The drawer is not always enclosed. Sometimes it is hung beneath a table top and exposed to view. When used in this way cleats are fastened to the outer surface of the sides and slide in grooved pieces screwed to the underside of the table top. If the cleats set close to the upper edge of the sides of the drawer they increase the thickness of this edge which is in contact with the under surface of the table top. As this surface may not be true the drawer will not work smoothly unless hung loosely.
A better arrangement is the one illustrated with the cleat set a little below the edge of the drawer, and fitted smoothly in the grooved bearer. The edge of the drawer may then be set so as not to rub against the top of the table, and yet the drawer is held secure by the cleats sliding in the grooved supports. Sometimes the groove is in the side of the drawer, and the bearer is provided with a tongue that fits it, reversing the method just described.
When it is desirable to place a drawer in a piece of furniture having a triangular plan, as for instance a corner cabinet, the guides at the side are useless, as the drawer does not come in contact with them except when pushed in. As soon as the drawer is pulled out ever so little it no longer fills the width of the pocket. If it is necessary to slide a drawer of this shape a rail is placed in the middle of the bottom the length of the drawer from front to back. The underside of this rail is grooved over a tongued strip immediately beneath it, that serves as a guide to keep the drawer in the middle of the pocket. Such an arrangement is not always feasible, and then the triangular drawer is pivoted at the front edge, so instead of sliding it swings out of the pocket.
For music cabinets, library cases, etc., the use of the drawer may make it necessary to pull it out sufficiently that the entire length can be seen. A drawer constructed in the usual way would, if pulled out so far, fall to the floor as soon as the hand left it. A drawer is made, however, with slides at the sides that support it when out its full length. The illustration shows such a method. The side of the drawer is about twice as thick as ordinarily, and the lower portion is rebated about half its depth and thickness. In this rebate a slide is fitted, exactly filling it. The rear end of the slide is increased in width to the full depth of the drawer. When the drawer is closed the slide and the side of the drawer are practically one; when the drawer is pulled out to a fixed point the slide catches against a stop and does not move any further, but the drawer then moves along the slide until it is nearly, or entirely, out of the pocket, when it is stopped by a pin moving in a groove in the side of the slide. The drawer is then resting entirely on the slides, which are sufficiently far in the pocket to carry the weight, and the widened portion at the rear end of them filling the space between the runners, prevents upsetting.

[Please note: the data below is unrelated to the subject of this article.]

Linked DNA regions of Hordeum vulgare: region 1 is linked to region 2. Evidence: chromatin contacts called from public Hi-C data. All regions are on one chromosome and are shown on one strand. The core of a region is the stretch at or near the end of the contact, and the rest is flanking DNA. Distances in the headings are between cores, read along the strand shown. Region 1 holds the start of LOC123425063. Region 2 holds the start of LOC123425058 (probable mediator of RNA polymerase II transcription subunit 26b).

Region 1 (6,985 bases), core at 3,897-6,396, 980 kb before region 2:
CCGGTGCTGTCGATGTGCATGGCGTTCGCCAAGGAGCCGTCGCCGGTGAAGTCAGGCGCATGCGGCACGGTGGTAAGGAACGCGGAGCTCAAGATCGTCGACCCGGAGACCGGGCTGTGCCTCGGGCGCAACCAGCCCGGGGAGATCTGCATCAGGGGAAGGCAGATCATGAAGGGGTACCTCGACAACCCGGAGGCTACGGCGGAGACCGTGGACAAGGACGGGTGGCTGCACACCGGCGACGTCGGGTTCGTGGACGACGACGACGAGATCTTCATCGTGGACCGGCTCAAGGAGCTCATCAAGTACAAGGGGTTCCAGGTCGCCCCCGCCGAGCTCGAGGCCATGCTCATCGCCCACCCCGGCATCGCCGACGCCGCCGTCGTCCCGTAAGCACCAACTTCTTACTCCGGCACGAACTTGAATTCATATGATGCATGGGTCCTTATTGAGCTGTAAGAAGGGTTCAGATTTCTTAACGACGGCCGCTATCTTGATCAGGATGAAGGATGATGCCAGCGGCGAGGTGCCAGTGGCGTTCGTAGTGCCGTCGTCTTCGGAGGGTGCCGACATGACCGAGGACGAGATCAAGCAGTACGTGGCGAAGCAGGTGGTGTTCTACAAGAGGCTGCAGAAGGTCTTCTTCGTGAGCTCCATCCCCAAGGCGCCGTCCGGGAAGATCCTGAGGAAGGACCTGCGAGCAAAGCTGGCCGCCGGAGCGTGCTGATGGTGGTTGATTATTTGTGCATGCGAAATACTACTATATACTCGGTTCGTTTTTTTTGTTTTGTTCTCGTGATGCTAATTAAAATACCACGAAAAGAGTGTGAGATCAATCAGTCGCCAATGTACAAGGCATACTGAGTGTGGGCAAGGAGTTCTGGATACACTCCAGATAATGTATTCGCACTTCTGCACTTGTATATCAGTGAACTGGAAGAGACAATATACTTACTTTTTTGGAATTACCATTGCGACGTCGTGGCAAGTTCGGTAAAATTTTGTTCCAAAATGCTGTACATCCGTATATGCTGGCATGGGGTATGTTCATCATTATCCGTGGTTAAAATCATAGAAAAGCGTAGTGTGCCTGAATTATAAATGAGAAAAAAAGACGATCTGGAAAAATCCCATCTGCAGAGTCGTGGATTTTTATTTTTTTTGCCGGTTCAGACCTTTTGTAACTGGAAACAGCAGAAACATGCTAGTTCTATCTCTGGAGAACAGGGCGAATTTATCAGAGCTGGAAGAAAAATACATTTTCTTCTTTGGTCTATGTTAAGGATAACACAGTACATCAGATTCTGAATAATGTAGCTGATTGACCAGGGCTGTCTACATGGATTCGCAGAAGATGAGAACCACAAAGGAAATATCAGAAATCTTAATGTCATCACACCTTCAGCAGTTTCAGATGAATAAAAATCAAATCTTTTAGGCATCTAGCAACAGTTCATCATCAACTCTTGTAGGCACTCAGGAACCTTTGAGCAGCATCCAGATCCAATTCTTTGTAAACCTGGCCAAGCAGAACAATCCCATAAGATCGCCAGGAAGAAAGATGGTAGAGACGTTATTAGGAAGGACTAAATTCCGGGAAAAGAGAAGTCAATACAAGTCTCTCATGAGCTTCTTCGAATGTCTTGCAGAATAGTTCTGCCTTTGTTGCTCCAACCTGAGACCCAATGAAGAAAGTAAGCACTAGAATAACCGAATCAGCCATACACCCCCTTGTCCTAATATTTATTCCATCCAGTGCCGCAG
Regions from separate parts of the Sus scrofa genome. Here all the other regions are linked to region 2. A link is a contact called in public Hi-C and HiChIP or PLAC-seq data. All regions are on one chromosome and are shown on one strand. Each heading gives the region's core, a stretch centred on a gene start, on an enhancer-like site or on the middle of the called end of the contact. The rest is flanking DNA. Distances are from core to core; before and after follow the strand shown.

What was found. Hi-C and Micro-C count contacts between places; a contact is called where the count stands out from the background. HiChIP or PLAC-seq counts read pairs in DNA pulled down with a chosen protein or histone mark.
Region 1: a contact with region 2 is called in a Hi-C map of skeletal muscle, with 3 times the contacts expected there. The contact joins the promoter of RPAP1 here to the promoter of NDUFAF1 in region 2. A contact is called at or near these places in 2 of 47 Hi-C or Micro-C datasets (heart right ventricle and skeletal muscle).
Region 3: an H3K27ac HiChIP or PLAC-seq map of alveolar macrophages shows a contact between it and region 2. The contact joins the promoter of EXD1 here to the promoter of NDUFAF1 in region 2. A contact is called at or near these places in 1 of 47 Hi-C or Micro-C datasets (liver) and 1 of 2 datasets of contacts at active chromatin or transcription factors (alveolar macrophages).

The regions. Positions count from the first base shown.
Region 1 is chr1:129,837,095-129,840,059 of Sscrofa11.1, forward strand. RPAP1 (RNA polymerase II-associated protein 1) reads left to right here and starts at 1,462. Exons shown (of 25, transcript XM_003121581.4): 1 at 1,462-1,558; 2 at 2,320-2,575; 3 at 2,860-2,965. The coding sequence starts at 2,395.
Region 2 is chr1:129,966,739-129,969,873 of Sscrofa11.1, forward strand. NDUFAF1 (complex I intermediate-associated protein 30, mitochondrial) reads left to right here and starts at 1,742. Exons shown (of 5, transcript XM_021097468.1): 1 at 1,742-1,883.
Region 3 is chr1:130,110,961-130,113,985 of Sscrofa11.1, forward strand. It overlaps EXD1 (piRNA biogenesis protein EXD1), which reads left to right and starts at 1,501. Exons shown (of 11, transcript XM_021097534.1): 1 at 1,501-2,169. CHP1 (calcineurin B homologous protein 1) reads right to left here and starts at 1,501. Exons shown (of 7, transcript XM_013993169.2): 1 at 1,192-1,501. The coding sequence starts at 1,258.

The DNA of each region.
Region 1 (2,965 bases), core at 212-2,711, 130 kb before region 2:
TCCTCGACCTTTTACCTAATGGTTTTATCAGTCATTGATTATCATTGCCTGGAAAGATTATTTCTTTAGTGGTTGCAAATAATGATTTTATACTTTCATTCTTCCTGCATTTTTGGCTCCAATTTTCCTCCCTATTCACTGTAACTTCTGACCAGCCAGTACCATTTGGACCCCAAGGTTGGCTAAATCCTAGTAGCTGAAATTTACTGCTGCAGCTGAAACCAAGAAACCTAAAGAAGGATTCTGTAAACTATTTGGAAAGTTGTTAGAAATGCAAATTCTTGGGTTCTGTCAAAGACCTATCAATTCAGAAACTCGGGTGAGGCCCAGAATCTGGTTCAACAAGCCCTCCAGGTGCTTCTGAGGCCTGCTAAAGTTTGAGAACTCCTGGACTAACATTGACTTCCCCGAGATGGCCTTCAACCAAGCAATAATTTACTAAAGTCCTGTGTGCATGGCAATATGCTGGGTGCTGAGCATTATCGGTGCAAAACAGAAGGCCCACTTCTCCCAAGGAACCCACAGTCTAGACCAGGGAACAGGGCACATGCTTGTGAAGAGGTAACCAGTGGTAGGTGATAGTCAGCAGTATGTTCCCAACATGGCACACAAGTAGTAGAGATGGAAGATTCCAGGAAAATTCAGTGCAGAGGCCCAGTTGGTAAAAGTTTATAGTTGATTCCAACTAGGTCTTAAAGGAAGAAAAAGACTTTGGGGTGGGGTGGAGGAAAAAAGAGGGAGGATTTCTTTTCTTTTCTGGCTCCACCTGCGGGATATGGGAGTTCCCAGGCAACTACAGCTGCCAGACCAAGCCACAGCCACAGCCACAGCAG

When a pair of doors closes against a case of drawers another system may be used in place of the above. The doors can be hung so as to open to a position in the plane of the sides of the cabinet and held there by stops. Their inner surface may also be provided with runners on which the drawer can slide when it is pulled out beyond the pocket.
Next Page: Architectural Ornamentation.
Drawer Construction, Furniture & Cabinet Drawers
Copyright © 2002-10
Emporium Indonesia ™ Furniture
All Rights Reserved